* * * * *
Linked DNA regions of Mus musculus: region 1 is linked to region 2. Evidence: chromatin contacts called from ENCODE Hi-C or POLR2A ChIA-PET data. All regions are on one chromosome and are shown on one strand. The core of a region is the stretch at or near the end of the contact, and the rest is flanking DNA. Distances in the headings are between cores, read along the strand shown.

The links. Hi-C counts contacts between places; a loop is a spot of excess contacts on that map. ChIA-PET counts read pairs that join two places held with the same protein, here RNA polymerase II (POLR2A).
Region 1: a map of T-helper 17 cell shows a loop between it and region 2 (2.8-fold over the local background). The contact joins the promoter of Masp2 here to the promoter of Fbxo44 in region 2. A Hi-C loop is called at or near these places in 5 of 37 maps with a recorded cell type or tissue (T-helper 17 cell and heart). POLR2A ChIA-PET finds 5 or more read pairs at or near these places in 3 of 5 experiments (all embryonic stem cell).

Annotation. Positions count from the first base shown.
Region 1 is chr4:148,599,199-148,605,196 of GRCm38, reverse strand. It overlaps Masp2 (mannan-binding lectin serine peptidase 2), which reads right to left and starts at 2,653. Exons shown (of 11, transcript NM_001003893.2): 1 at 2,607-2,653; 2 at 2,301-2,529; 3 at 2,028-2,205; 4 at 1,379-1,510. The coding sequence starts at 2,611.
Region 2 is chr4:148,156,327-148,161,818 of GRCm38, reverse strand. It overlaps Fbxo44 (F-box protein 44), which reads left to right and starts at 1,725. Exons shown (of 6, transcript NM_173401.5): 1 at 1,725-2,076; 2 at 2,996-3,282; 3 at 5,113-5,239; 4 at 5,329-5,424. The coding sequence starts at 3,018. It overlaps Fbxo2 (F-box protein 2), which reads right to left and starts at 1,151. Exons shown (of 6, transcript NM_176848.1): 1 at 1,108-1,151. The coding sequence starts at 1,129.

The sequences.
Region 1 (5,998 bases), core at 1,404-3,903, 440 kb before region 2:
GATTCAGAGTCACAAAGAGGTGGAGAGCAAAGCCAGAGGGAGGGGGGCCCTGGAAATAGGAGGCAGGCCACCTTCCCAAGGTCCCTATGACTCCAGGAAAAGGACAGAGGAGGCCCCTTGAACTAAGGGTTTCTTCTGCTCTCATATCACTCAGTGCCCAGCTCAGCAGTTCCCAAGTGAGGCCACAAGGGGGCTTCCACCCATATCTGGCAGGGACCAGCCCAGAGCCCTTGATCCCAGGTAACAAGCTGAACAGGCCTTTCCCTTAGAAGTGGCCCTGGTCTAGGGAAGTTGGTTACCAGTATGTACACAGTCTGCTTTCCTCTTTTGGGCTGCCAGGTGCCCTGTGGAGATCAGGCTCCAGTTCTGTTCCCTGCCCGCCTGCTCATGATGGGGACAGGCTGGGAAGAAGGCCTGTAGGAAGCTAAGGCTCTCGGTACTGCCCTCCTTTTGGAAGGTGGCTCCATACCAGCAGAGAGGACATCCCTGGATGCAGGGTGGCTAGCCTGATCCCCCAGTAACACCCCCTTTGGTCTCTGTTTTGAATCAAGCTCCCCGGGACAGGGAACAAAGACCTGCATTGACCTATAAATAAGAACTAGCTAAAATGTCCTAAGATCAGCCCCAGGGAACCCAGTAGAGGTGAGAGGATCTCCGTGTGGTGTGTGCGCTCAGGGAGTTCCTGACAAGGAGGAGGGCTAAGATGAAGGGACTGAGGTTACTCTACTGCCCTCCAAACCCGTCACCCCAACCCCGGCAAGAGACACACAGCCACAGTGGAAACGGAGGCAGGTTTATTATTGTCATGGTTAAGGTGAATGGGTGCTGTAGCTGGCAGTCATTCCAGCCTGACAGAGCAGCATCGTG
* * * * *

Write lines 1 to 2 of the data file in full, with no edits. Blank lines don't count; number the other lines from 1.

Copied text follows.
Linked DNA regions of Mus musculus: region 1 is linked to region 2. Evidence: chromatin contacts called from ENCODE Hi-C or POLR2A ChIA-PET data. All regions are on one chromosome and are shown on one strand. The core of a region is the stretch at or near the end of the contact, and the rest is flanking DNA. Distances in the headings are between cores, read along the strand shown.

The links. Hi-C counts contacts between places; a loop is a spot of excess contacts on that map. ChIA-PET counts read pairs that join two places held with the same protein, here RNA polymerase II (POLR2A).